Now, we have several women. My deputy is a woman. For our office, it's not 50-50, but it's certainly not a fact that most of the people are male. It's about 40-60.
Women are holding their own in the field.GCN: Were you in any uncomfortable situations because of being a woman? RUNDLE:
Back in the early years, there were problems. When I first came to Agriculture, even though I was a computer specialist, I still did data entry and answered the phone. But I moved up and as people watched me, they said, 'She really does know the answer to that.' I don't know if that was just because I was a woman or that I was new.
I have never felt I have been mistreated. I have always been fortunate enough to work with good people who probably have had more confidence in me than I sometimes have had in myself, and they have pushed me and challenged me to grow.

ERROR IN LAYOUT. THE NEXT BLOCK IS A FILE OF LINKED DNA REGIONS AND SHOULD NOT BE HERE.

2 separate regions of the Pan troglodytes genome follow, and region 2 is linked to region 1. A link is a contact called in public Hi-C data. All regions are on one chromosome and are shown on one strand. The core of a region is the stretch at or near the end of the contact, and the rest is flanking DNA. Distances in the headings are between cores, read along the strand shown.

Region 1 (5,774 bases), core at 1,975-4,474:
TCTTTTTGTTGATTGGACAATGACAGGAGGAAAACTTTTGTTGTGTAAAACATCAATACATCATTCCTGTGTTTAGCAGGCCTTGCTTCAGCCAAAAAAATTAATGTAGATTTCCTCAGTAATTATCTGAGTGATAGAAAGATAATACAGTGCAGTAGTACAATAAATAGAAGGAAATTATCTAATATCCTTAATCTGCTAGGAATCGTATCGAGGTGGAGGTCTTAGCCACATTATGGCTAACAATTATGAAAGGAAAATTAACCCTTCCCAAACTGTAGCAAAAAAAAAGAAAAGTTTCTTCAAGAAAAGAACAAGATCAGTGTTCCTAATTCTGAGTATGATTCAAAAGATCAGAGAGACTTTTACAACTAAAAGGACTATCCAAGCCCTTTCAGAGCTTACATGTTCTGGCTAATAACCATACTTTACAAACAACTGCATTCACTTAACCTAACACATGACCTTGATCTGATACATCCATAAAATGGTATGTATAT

In our office we work as a team; I don't like to make all the decisions alone. We think it's our task to set the pace for employees. We make team decisions.
The center doesn't get any appropriated funds, and none of our customers are mandated to use the services. Even our Agriculture customers can choose to go elsewhere. So we hold customer service high, and we know that we have to do a good job.GCN: How do you ensure a project's success?RUNDLE:
I have very, very good people that I am very proud of. They've never faced a challenge that they haven't met. The center has overtime, but we are not a sweatshop. For the year 2000 preparations, we were working at all hours to get the work done. We did not hire tons of new people to do that.
We've had to learn to change our processes and learn how to work more efficiently and effectively. It's challenging at times, but we've come a long way.
The keys to success are teamwork and knowing the customers and knowing what their focus is. If they call me with a problem, then it becomes my problem. It's no longer their problem because if they are not successful, then we were not successful.